NUMBER 725 19 APRIL FOR ALL CHILDREN
The common idea that only the sick child, and never the well, needs special emotional supports and helps from the adult is simply an error. For the well child is not immune from pile-ups of severe emotional intensity when overwhelmed by confusion and conflicts from within. Nor is he exempt from intensely complex reactions to experiences and events from without. Of course the child who is "sick," as compared to well, is more chronically bombarded from both these directions, within and without. But when the well child fails to meet such a "bombardment" adequately, he may look and behave much more like a legitimately disturbed child than his usual normal self.
For instance, from within, the well child may experience a flare-up of an impulse to do or say something that he might not ordinarily consider acceptable. Or his mood may swing from depressed to elated, from apathetic and bored to "high" and overexcited. From without, consider the degree of regression that can be produced in perfectly normal children when they are confronted by a new sibling, lose a friend, experience the traumas of death or divorce. Or think of what a kid may go through at the hands of a bully or a group manipulator in the classroom, the betrayal of a trusted, admired friend, the torment of taking or not taking a dare, of peer ridicule, preexamination panic, illness or injury and a host of other highly probable external events that can never be anticipated as to exact time and place. Certainly, the normal kid can be expected to handle such crises either from within or without better than his sick peer on the average, but that does not mean always; and the critical issue for the well child is: is he ready at the time they hit? If not, he needs, quite unmistakeably, emotional first aid from the adult parent, teacher, camp counselor (or what have you) who is in charge of his life at that moment. The reader will find that what the authors describe in The Other 23 Hours as the everyday requirement diet, as far as child handling is concerned for their disturbed children, is transferable to the normal crises of normal childhood.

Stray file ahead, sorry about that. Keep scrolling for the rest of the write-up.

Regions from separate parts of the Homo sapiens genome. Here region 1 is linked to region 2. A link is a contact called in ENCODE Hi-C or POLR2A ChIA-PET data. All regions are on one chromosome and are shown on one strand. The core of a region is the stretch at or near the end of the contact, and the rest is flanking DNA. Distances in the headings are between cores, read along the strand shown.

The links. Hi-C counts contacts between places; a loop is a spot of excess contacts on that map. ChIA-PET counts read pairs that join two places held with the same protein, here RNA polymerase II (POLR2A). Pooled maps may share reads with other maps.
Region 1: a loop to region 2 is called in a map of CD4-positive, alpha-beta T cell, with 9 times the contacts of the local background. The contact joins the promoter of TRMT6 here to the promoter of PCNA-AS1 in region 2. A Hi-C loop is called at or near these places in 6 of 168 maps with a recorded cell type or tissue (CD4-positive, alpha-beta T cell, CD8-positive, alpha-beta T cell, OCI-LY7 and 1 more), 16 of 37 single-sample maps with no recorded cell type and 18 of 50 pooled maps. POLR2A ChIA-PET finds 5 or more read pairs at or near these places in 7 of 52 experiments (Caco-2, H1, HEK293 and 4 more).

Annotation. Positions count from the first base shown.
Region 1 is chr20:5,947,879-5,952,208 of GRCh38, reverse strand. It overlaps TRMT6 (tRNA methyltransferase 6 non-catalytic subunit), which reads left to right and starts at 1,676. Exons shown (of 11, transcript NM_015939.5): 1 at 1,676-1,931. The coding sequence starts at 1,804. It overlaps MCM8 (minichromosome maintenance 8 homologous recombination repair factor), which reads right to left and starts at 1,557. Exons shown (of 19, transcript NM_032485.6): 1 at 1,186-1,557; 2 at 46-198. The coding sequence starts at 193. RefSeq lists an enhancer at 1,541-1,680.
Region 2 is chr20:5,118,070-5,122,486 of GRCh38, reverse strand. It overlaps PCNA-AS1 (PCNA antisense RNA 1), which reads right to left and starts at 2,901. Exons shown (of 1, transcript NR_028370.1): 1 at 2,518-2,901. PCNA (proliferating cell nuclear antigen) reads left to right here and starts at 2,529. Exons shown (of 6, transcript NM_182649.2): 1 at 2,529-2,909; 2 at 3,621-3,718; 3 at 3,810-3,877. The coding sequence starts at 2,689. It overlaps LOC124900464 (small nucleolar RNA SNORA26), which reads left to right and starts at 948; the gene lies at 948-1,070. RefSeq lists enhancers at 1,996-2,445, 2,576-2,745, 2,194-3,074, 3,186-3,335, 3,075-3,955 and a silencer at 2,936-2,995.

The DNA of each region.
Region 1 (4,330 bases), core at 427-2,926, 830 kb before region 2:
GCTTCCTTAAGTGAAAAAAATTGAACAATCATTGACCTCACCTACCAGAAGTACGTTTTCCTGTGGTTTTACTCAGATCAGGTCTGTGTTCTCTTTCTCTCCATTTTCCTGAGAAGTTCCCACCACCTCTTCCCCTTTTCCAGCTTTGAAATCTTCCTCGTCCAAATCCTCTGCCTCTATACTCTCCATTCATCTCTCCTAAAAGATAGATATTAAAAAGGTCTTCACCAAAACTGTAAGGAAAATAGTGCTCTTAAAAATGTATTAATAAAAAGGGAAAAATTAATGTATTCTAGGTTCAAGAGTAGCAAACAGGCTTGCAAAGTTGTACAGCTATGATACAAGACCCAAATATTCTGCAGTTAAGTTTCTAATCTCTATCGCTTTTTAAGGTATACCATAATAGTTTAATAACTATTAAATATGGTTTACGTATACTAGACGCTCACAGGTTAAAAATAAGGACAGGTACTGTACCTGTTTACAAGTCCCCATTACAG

But crisis after all, whether from within or without, is the unexpected, the unplanned. This book is not only about how to meet unplanned events but perhaps, even more, about how to plan a day-to-day environment for children, albeit sick children. And here, again, the same old question: only for the "sick?" In a sense, and on a sliding and sometimes very slippery scale, every environment is planned where people live together. No environment really just falls together by chance. Every place where people live on a group basis, where there is some degree of interdependence, some mutual need confrontation and meeting, there has to be some structure. Otherwise there is chaos. This book is very concerned with structure and its effects on a day-to-day, even hour-to-hour basis, on the life of the child in the small group. Again, using the ego psychological orientation of Aichhorn, Bettelheim, and Redl (although these are not identical), the authors are concerned with demonstrating how the other 23 hours away from the one hour of clinical exchange that we call the psychiatric interview can be planned around the egos function for the purpose of supporting and nourishing its functioning and development.
Attentiveness to and implementation of very common structures in the "life web" of almost any child routines, certain adult responses that the child may expect on a planned basis, certain activity programs are here examined for what they both give to, as well as demand of, the ego of the child and how the balance between "giving to" and "demanding of" the ego of the disturbed child is arrived at. From here, the "transfer step" to the normal family setting, the foster home, the camp, and the classroom, all of which deal with many similar if some different structures "markers" Dr. Trieschman calls them affecting the lives of children, will be quite apparent to the reader.
Wineman, D. (1969). Foreword, in Albert E. Treishman, James K. Whittaker, Larry K. Brendtro: The other 23 hours - Child care work with emotionally disturbed children in a therapeutic milieu.
New York: Aldine de Gruyter